10. Unpredictable Weather
During Derby Week, the television at my house is turned to either TVG or the Weather Channel. My Dad memorizes the forecast better than the post positions, yet Mother Nature is always prepared to throw a curveball. In the middle of a sunny afternoon last year, it decided to pour during the National Anthem. There’s only one solution: prepare for everything and remain indifferent when the weather decides to change its mind.
9. The Steamboat Race is Rigged
Apparently The Great Steamboat race used to be one of the Derby Festival’s biggest draws. Now it’s just something that appears on your local evening news. It all changed when it was discovered that the race was rigged. It shouldn’t surprise anybody, but nothing gets Tony Vanetti more fired up than the phrase “Steamboat Race.” Just send him a few Tweets and watch the outrage flow from his fingers.
8. Ohio Valley Wrestling at the Chow Wagon
Once I outgrew the free concerts on the Waterfront, I thought the Chow Wagon was no longer the place from me…until I ran into a wrestling ring. Unfortunately, the OVW’s annual match on the Waterfront has already passed, but it’s still one of the most interesting Derby events I’ve ever witnessed.
7. Celebrity Sightings
You don’t have to watch Inside Edition to geek out when you spot a celebrity in Louisville. Something just looks out of place, which makes it even so remarkable. Dr. J is probably the best of the best, frequently seen in the paddock, never hesitant to speak with common folk. If your friend has a celebrity story, no matter how unbelievable it is, it’s a story worth hearing.
There’s also the “Infield Story.” Much like the celebrity story, a handful of friends will start a story with “You’ll never believe this!” The story will probably involve someone who is over-served, a fight, a half-naked person and the cops. Just like the celebrity story, believe it. This is one place where you do not have to subscribe to the mantra, “pics or it didn’t happen.”
6. A Ringer Wins a Lot of Money
I don’t care if you’ve been handicapping the races for weeks, some rookie will blindly place a bet based on a horse’s name or color and win more than you. Don’t get jealous; help them enjoy the experience. If you’re nice enough they’ll buy you a $12 drink, even though they only won six bucks.
Arguably more entertaining than seeing the horses, from the infield hooligans to the dapper dudes in homemade hats, the people-watching during Derby Week is second to only the State Fair.
4. Sneaking in Booze
Purchasing all of your alcohol at the track will cost more than a ticket. If you don’t have a good way to sneak in booze, just ask your parents. They’re probably really good at it and have done it for years. Along with advice, they will have a good story or two about their greatest scheme. So far, the best of the best is the guys who buried a keg in the infield during the week and only needed to sneak in a tap on Derby day.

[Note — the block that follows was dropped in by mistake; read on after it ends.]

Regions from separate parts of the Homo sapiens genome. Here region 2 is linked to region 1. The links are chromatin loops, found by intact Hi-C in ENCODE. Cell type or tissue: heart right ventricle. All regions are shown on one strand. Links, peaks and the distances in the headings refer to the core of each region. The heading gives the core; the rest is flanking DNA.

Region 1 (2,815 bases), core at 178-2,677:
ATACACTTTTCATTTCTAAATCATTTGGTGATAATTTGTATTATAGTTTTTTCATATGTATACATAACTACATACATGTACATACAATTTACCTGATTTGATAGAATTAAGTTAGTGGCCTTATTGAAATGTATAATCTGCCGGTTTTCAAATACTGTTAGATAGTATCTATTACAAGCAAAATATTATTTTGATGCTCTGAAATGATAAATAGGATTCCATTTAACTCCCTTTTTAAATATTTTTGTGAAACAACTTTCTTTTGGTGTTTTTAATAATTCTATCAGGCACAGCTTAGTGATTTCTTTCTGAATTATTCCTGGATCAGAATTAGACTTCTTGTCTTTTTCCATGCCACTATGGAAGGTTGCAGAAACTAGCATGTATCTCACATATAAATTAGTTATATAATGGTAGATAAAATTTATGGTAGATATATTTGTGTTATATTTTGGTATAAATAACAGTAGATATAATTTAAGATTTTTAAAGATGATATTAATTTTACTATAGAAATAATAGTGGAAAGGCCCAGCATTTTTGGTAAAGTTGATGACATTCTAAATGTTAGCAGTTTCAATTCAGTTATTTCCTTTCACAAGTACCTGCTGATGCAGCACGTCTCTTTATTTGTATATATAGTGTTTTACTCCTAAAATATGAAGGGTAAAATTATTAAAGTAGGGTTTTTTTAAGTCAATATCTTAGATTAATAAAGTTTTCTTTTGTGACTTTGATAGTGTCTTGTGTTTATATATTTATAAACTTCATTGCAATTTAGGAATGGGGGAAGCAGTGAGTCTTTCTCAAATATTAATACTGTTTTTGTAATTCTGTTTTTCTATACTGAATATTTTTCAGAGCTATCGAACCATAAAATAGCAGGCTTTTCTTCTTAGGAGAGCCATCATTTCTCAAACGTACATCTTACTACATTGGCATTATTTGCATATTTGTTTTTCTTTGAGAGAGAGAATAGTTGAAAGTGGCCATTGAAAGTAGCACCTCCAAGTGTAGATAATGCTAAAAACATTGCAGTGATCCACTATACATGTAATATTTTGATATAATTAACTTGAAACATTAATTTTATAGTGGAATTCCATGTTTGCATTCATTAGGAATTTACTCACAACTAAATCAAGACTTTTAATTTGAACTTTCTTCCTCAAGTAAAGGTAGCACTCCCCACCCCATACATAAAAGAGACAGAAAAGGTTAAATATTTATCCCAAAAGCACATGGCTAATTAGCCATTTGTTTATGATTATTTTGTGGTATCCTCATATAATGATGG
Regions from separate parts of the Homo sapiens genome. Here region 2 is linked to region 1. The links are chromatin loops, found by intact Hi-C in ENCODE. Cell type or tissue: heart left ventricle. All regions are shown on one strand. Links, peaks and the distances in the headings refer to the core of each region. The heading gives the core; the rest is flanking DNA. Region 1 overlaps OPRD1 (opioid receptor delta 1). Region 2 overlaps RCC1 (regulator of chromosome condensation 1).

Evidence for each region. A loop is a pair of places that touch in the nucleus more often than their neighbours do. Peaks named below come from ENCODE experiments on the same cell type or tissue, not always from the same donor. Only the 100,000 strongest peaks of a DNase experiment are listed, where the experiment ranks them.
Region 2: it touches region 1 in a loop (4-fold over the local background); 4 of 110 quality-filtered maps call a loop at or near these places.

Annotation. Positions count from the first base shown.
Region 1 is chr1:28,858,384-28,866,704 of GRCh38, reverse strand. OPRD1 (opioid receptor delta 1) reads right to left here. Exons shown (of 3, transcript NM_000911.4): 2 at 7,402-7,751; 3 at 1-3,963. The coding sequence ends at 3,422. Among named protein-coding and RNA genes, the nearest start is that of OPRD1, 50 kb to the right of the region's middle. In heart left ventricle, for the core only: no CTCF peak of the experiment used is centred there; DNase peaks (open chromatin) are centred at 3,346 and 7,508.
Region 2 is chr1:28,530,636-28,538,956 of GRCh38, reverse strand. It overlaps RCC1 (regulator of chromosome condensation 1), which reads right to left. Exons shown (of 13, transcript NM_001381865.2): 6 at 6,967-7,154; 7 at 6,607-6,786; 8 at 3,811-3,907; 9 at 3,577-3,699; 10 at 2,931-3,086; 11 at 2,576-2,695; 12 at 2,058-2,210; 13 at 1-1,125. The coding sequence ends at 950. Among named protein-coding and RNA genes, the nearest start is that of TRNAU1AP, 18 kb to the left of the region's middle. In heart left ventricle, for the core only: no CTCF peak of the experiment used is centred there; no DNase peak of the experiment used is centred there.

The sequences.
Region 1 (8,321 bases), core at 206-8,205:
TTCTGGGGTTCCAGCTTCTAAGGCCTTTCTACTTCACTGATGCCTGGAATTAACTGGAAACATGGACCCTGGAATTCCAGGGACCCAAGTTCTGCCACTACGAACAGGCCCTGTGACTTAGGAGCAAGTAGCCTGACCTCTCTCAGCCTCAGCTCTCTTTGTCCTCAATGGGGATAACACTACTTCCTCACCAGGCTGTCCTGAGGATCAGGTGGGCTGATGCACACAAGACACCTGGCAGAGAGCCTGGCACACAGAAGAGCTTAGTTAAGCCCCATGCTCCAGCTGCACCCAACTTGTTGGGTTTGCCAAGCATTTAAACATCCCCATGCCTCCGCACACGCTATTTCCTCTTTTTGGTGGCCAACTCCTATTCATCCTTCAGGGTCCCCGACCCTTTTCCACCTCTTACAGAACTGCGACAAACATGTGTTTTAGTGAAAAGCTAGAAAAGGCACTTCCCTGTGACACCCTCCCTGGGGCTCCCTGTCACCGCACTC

3. My Old Kentucky Home
There are a few people who hate on “My Old Kentucky Home” and I’m prepared to fight every single on of them.
2. Dawn at the Downs
There’s a buzz in the crisp morning air at Churchill Downs. Few sights are more beautiful than seeing the sun rise over the Twin Spires. I can’t pick a Derby horse until I’ve seen them trot around the track.
If you’re lucky enough to get into the backside, you cannot miss the opportunity. It’s not just because of the free Krispy Kremes. Rows of morning shows line the backside, but the real show is in the small elevated stages and bleachers. Bob Baffert is in his element as he puts on quite the show for the gathered crowd.
No visit to Dawn at the Downs is complete until you’ve enjoyed a breakfast at Wagner’s Pharmacy. Seeing famous horse people dining is kind of cool, but my greatest Derby moment came while waiting in line. One person pulled out their harmonica to play “My Old Kentucky Home,” a moment I’ll cherish forever.
1. A Family Reunion
As you get older, it becomes more difficult to keep up with your friends from the past. It’s probably my least favorite part about growing old, just behind my receding hairline. Yet every year at Derby I see my old friends at parties and tailgates. We may not have seen each other since the year before, but we have not missed a beat, picking up exactly where things left off. The bond we share at Derby is what makes it special and is why I’ll make sure I never miss a Kentucky Derby.